• I see speculation and value judgement. If you never lived in a Chinese community nor studied Chinese culture, your speculation is not very trustworthy, and it's not your place to judge my culture. Besides, a value judgement does not change the fact. --Yel D'ohan (talk) 23:24, 16 June 2020 (UTC)

Yel D'ohan (talk · contribs), do you think what I've written about the claim "eating with just one hand upon the table is perceived as rude" is fake news or a fabrication? As you see, I've added an addendum sentence where it's written "However, the prejudices that these table manners are "rude" are fading away..."; is there any evidence that this is a fabrication? This may be true in consideration of the attempts to curtail traditional social practises. According to this article, the Mao regime attempted to curtail social practises (however, it's not mentioned which types of practises). 90.226.9.16 (talk) 21:13, 17 June 2020 (UTC)

Moving some etiquette bullet points from the Chopsticks article over hereEdit

I've been overhauling the Chopsticks article lately. The Chinese etiquette section contains a large number of bullet points some of which are really dining etiquette. I am just going to paste the entire bullet list into this talk section first, before I trim the list over there. I don't want to lose any useful information in the process. Someone should take these bullets and incorporate them into this article.

  • When eating rice from a bowl, it is normal to hold the rice bowl up to one's mouth and use chopsticks to push or shovel the rice directly into the mouth.
  • It is acceptable to transfer food to closely related people (e.g. grandparents, parents, spouse, children, or significant others) if they are having difficulty picking up the food. Also, it is a sign of respect to pass food to the elderly first before the dinner starts. Often, family members will transfer a choice piece of food from a dish to a relative's bowl as a sign of caring. A variation of this is to transfer the food whilst using one's own bowl as a support, underneath the food and chopsticks to keep food from falling or dripping, then transferring from there to a relative's bowl.
  • It is poor etiquette to tap chopsticks on the edge of one's bowl; beggars make this sort of noise to attract attention.[1][2]
  • Holding chopsticks incorrectly will reflect badly on a child's parents, who have the responsibility of teaching their children.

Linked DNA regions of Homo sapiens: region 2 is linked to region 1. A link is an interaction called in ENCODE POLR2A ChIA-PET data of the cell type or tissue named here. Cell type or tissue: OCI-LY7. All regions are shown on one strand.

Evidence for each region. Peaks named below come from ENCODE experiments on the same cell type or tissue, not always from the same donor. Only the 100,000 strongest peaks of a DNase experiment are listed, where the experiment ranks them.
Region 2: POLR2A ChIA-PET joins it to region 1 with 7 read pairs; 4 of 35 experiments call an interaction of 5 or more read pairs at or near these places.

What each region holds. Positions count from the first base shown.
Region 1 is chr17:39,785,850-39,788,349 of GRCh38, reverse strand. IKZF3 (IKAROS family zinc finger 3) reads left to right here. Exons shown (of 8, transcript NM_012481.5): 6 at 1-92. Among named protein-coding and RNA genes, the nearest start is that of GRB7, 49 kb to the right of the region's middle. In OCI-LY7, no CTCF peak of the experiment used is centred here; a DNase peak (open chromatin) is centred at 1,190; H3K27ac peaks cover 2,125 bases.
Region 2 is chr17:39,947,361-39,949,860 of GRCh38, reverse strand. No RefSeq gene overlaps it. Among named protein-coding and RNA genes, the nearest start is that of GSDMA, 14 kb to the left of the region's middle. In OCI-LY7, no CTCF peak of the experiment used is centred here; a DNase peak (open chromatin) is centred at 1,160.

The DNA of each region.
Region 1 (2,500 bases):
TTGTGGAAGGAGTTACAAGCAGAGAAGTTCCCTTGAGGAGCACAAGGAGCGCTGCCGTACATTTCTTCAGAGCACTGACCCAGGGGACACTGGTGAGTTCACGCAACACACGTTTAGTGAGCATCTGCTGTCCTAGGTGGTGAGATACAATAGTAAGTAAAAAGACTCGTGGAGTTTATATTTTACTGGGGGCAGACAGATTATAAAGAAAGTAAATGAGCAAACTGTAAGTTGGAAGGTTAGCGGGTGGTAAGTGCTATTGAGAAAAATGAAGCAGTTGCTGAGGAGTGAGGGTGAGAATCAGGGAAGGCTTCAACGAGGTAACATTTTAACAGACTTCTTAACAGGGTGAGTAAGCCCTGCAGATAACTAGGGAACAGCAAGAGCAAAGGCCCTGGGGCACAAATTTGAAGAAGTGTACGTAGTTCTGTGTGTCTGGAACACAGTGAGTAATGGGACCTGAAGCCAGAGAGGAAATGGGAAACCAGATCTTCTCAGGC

• It is impolite to spear food with a chopstick. Anything too difficult to be handled with chopsticks is traditionally eaten with a spoon.
  • It is considered poor etiquette to point rested chopsticks towards others seated at the table.[3]
  • Chopsticks should not be left vertically stuck into a bowl of rice because it resembles the ritual of incense-burning that symbolizes "feeding" the dead and death in general. This is also discouraged in South Korea and Japan.[4]
  • Traditionally, everyone would use their own chopsticks to take food from the dishes to their own bowl, or to pass food from the dishes to the elders' or guests' bowls. Today usually only in restaurants or gatherings with non-family guests present, serving chopsticks (公筷, "community-use chopsticks") are used. These are used to take food directly from serving dishes; they are returned to the dishes after one has served oneself. Due to better education regarding sanitary eating practices, many families are adopting this practice at private meals as well. Alternately, they can be left stationary on the table, especially in front of the host at the head of the table, so that the host can politely serve his honored guests on his left and right (and so they can serve him in return) without using their eating chopsticks. [citation needed]
  • When seated for a meal, it is common custom to allow elders to take up their chopsticks before anyone else.
  • Chopsticks should not be used upside-down; it is considered acceptable to use them inverted to stir or transfer the food from another plate (which the person does not intend to consume completely). This method is used only if there are no serving chopsticks.[citation needed]
  • One should not "dig" or "search" through food for something in particular. This is sometimes known as "digging one's grave" or "grave-digging" and is extremely poor form.[citation needed]
  • When taking food from a communal serving dish, one's chopsticks should not pass over someone else's chopsticks, hand, or arm; the diner should either take food to the side or wait.
  • When taking food from a communal serving dish, it is done with the palm uppermost, as it is considered rude to show one's knuckles to dining companions.

References

  1. ^ "Difference". Chinatoday.com.cn. Archived from the original on 2012-07-21. Retrieved 2009-07-14.
  2. ^ "Pandaphone". Pandaphone. Retrieved 2009-07-14.
  3. ^ "Chinese Chopsticks". chinaculture.org. p. 4. Archived from the original on 2012-04-28. Retrieved 2012-02-05.
  4. ^ "Manners in the world". 오마이뉴스. 2017-09-05. Retrieved 2018-04-13.